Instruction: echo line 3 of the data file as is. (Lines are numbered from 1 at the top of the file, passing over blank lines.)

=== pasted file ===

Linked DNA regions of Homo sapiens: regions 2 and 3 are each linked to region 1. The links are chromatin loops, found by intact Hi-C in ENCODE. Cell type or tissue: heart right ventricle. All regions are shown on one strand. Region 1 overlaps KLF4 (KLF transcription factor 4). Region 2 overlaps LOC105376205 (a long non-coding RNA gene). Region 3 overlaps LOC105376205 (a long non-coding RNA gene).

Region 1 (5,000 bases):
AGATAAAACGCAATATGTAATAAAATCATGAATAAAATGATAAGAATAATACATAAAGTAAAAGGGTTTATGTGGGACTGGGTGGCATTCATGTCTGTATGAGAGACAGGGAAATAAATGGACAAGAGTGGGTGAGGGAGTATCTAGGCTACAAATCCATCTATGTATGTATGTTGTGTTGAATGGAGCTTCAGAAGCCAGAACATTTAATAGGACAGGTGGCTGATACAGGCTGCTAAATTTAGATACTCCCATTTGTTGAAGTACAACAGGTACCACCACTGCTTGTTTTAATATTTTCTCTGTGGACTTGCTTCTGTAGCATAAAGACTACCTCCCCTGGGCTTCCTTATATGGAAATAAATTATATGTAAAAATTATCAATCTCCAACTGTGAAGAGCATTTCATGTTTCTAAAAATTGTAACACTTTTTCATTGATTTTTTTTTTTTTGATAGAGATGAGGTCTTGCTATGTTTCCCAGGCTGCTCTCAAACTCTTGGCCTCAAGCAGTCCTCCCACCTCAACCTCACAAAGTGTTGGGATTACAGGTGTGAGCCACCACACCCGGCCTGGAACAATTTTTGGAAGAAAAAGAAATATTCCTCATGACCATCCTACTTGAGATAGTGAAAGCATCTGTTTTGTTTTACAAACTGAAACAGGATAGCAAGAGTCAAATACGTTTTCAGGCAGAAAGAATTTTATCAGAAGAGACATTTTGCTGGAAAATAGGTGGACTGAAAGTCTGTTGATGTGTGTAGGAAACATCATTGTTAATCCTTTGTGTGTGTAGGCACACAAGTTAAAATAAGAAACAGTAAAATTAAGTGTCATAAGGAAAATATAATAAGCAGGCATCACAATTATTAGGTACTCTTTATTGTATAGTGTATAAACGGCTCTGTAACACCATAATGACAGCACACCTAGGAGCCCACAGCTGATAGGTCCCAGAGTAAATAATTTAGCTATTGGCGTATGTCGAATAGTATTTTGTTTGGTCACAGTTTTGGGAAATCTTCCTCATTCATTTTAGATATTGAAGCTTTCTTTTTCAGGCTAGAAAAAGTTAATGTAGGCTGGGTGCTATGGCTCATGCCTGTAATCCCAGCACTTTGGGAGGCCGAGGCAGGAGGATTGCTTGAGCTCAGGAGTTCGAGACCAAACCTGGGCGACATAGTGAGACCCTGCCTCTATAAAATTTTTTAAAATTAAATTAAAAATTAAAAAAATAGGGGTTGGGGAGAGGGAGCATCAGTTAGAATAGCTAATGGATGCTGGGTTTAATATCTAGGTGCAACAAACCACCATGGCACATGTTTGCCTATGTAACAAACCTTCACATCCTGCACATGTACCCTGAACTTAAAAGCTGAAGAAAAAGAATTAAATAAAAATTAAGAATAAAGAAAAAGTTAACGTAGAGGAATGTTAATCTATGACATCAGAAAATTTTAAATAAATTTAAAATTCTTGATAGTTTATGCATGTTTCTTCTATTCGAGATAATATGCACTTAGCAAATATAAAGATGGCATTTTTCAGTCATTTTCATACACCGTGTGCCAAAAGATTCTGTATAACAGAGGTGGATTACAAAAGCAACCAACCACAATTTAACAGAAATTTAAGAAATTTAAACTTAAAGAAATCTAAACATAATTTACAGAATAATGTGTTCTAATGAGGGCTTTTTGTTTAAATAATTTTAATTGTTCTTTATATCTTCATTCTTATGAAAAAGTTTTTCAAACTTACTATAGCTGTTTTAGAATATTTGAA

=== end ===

AGATAAAACGCAATATGTAATAAAATCATGAATAAAATGATAAGAATAATACATAAAGTAAAAGGGTTTATGTGGGACTGGGTGGCATTCATGTCTGTATGAGAGACAGGGAAATAAATGGACAAGAGTGGGTGAGGGAGTATCTAGGCTACAAATCCATCTATGTATGTATGTTGTGTTGAATGGAGCTTCAGAAGCCAGAACATTTAATAGGACAGGTGGCTGATACAGGCTGCTAAATTTAGATACTCCCATTTGTTGAAGTACAACAGGTACCACCACTGCTTGTTTTAATATTTTCTCTGTGGACTTGCTTCTGTAGCATAAAGACTACCTCCCCTGGGCTTCCTTATATGGAAATAAATTATATGTAAAAATTATCAATCTCCAACTGTGAAGAGCATTTCATGTTTCTAAAAATTGTAACACTTTTTCATTGATTTTTTTTTTTTTGATAGAGATGAGGTCTTGCTATGTTTCCCAGGCTGCTCTCAAACTCTTGGCCTCAAGCAGTCCTCCCACCTCAACCTCACAAAGTGTTGGGATTACAGGTGTGAGCCACCACACCCGGCCTGGAACAATTTTTGGAAGAAAAAGAAATATTCCTCATGACCATCCTACTTGAGATAGTGAAAGCATCTGTTTTGTTTTACAAACTGAAACAGGATAGCAAGAGTCAAATACGTTTTCAGGCAGAAAGAATTTTATCAGAAGAGACATTTTGCTGGAAAATAGGTGGACTGAAAGTCTGTTGATGTGTGTAGGAAACATCATTGTTAATCCTTTGTGTGTGTAGGCACACAAGTTAAAATAAGAAACAGTAAAATTAAGTGTCATAAGGAAAATATAATAAGCAGGCATCACAATTATTAGGTACTCTTTATTGTATAGTGTATAAACGGCTCTGTAACACCATAATGACAGCACACCTAGGAGCCCACAGCTGATAGGTCCCAGAGTAAATAATTTAGCTATTGGCGTATGTCGAATAGTATTTTGTTTGGTCACAGTTTTGGGAAATCTTCCTCATTCATTTTAGATATTGAAGCTTTCTTTTTCAGGCTAGAAAAAGTTAATGTAGGCTGGGTGCTATGGCTCATGCCTGTAATCCCAGCACTTTGGGAGGCCGAGGCAGGAGGATTGCTTGAGCTCAGGAGTTCGAGACCAAACCTGGGCGACATAGTGAGACCCTGCCTCTATAAAATTTTTTAAAATTAAATTAAAAATTAAAAAAATAGGGGTTGGGGAGAGGGAGCATCAGTTAGAATAGCTAATGGATGCTGGGTTTAATATCTAGGTGCAACAAACCACCATGGCACATGTTTGCCTATGTAACAAACCTTCACATCCTGCACATGTACCCTGAACTTAAAAGCTGAAGAAAAAGAATTAAATAAAAATTAAGAATAAAGAAAAAGTTAACGTAGAGGAATGTTAATCTATGACATCAGAAAATTTTAAATAAATTTAAAATTCTTGATAGTTTATGCATGTTTCTTCTATTCGAGATAATATGCACTTAGCAAATATAAAGATGGCATTTTTCAGTCATTTTCATACACCGTGTGCCAAAAGATTCTGTATAACAGAGGTGGATTACAAAAGCAACCAACCACAATTTAACAGAAATTTAAGAAATTTAAACTTAAAGAAATCTAAACATAATTTACAGAATAATGTGTTCTAATGAGGGCTTTTTGTTTAAATAATTTTAATTGTTCTTTATATCTTCATTCTTATGAAAAAGTTTTTCAAACTTACTATAGCTGTTTTAGAATATTTGAA